Regards, JetMech



JetMech split the back of his pants. He can feel the wind in his hair.
User currently offlineA342 From Germany, joined Jul 2005, 4722 posts, RR: 3
Reply 13, posted (4 years 10 months 4 days 17 hours ago) and read 12680 times:

Quoting jetmech (Reply 12):
Compression ignition engines ( diesel ) and gas turbines are different, in that the engine speed and power output are controlled by the amount of fuel added. There is no means to control the amount of air taken in by these engines. Thus, the air / fuel ratio varies significantly with engine speed, being leanest at idle and richest at full power.

Except if the diesel engine is turbocharged. Then you can control the amount of air by regulating the boost pressure. However, for a naturally aspirated diesel, you are correct. But I'd like to add that the maximum torque output from NA diesel engines is quite low, and thus the range in which you can regulate torque at a constant rpm is relatively small. In fact, this is what made me ask about the TPE331.

Quoting jetmech (Reply 12):
If we extrapolate this to the TPE331, we can imagine that the compressor is indeed supplying a fixed mass flow rate of air at a constant RPM. This mass flow rate of air would be sufficient for high power settings, and obviously, more than enough for low power settings.

Thus, at "low" power settings, the TPE331 would be adding a very small mass flow rate of fuel, and would thus be running very lean. At "high" power settings, the TPE would be adding a much greater mass flow rate of fuel, and would thus be running far richer. Although the RPM remains fixed, the power output varies due to the amount of torque being extracted by the turbine.

I think every flammable liquid and gas has a fuel/air mixture range where ignition is possible. When you're going either too lean or too rich, it just won't ignite any more.
Now two questions:
Is the ignition range for diesel or jet fuel wider than for gasoline? (I assume yes)
And might the TPE331 have another way of regulating airflow? Maybe a valve that blows off excess air after the last compressor stage?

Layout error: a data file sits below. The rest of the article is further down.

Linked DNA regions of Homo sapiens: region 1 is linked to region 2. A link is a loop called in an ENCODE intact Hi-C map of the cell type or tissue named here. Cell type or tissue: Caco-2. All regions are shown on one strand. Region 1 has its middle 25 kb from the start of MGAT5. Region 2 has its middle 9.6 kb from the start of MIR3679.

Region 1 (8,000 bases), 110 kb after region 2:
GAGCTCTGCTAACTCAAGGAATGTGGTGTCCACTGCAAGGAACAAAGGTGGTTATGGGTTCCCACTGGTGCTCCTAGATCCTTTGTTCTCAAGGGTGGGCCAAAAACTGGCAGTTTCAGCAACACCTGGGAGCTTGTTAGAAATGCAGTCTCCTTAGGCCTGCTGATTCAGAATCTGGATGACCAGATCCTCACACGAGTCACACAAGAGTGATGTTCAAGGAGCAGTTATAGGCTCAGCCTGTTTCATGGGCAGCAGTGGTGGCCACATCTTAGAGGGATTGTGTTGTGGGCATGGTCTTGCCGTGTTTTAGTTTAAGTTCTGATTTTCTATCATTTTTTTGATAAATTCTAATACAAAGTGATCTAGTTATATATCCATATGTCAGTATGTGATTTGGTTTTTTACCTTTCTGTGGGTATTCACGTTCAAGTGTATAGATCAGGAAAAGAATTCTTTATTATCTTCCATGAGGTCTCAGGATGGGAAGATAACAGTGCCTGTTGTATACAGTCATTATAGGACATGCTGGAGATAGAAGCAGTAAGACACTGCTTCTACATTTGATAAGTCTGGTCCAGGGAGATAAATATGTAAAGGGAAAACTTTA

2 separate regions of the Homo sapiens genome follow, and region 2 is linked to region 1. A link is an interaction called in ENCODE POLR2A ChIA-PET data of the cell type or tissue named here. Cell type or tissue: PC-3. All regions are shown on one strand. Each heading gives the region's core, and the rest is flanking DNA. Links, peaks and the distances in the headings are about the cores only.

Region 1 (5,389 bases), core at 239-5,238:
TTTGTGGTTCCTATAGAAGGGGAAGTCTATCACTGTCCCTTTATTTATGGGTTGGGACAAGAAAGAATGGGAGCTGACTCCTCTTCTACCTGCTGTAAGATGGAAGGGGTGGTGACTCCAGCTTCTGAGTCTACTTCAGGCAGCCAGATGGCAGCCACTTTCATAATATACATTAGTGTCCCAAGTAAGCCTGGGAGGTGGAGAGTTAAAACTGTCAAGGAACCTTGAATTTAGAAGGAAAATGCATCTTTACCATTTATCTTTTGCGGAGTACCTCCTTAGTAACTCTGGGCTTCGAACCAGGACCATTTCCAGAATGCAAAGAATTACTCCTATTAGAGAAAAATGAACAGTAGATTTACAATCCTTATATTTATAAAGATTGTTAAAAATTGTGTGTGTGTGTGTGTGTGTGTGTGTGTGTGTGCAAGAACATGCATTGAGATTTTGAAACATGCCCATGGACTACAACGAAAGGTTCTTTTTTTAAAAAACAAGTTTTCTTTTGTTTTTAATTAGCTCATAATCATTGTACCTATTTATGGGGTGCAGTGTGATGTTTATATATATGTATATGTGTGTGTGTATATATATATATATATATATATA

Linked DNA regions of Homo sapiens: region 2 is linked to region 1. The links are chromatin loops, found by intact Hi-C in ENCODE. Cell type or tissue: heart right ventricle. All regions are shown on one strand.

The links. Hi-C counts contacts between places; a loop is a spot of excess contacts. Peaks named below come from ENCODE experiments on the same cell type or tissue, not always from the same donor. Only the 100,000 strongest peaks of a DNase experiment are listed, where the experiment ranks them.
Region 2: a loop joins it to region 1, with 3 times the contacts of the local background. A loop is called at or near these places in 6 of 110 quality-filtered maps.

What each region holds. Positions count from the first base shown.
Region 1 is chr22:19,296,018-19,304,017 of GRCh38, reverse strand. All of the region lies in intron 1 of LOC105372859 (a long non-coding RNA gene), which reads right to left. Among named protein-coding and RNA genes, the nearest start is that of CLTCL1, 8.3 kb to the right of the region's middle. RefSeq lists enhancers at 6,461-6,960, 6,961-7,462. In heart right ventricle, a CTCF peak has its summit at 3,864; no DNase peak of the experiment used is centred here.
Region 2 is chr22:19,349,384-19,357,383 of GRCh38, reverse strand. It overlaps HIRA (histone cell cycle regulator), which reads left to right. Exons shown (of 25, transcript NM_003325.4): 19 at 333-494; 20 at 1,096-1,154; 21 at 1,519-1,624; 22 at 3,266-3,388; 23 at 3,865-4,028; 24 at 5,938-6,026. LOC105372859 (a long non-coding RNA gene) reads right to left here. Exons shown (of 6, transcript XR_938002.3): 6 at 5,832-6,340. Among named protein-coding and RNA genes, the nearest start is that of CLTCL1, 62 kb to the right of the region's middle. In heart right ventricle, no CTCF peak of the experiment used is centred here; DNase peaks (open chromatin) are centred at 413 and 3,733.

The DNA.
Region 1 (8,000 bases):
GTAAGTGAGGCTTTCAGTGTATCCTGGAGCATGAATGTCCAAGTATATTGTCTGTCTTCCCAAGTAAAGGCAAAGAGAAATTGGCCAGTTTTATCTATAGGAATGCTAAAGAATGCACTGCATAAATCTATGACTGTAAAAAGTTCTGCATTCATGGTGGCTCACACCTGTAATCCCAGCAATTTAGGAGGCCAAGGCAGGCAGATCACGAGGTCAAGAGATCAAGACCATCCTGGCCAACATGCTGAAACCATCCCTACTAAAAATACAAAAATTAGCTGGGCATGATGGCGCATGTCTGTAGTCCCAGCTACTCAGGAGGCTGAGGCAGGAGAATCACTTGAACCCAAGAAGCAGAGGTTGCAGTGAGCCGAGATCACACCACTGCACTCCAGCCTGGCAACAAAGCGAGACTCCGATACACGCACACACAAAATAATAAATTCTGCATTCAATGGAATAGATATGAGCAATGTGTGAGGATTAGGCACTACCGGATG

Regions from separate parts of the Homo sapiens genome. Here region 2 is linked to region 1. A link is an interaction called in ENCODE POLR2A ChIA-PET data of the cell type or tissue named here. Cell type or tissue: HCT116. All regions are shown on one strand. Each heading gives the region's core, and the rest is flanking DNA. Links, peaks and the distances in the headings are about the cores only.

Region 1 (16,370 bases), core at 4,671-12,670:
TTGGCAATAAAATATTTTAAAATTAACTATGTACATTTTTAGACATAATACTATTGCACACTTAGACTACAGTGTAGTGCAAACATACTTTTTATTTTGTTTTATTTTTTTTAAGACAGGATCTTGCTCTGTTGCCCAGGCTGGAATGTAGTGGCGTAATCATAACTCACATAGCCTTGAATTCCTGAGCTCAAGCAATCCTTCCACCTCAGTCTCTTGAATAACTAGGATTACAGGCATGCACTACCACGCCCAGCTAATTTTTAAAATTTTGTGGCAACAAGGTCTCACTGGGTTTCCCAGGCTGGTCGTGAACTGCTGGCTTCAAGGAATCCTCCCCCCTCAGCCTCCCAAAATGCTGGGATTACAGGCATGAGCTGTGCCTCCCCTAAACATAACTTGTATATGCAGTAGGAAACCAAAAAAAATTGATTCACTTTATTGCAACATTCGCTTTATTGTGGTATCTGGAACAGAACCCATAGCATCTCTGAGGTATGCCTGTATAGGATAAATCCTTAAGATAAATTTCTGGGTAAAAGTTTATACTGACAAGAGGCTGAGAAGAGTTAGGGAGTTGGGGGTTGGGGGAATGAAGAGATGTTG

Exceptions confirm the rule.
User currently offlineLarshjort From Niue, joined Dec 2007, 1527 posts, RR: 0
Reply 14, posted (4 years 10 months 4 days 5 hours ago) and read 12611 times:

Quoting A342 (Reply 13):
And might the TPE331 have another way of regulating airflow? Maybe a valve that blows off excess air after the last compressor stage?

I have some pages on the TPE331 at school , so I will post a reply later today.What I do remember is that ~25% of the air which enters the combustion chamber is used for burning, the rest is used to cool/keep the heat from the combustion chambers walls.

/Lars



139, 306, 319, 320, 321, 332, 34A, AN2, AT4, AT5, AT7, 733, 735, 73G, 738, 739, 146, AR1, BH2, CN1, CR2, DH1, DH3, DH4,
User currently offlinetimz From United States of America, joined Sep 1999, 6903 posts, RR: 7
Reply 15, posted (4 years 10 months 4 days ago) and read 12563 times:

In any case, the T56 is single shaft? And constant speed?

User currently offlinefrancoflier From France, joined Oct 2001, 3849 posts, RR: 11
Reply 16, posted (4 years 10 months 3 days 4 hours ago) and read 12448 times:

Quoting FLY2HMO (Reply 8):
But a fully assembled Garrett would not horribly hard to spin like a piston engine, or is it?

No it's not. It takes more effort than a free turbine to turn it, but you certainly can.

As a matter of fact, it is recommended to spin it around a few times after shutdown to vent the gas turbine and prevent uneven cooling and possible early wear. It also helps lower the core temperature to allow for a faster restart and turnaround.

Quoting A342 (Reply 13):
And might the TPE331 have another way of regulating airflow? Maybe a valve that blows off excess air after the last compressor stage?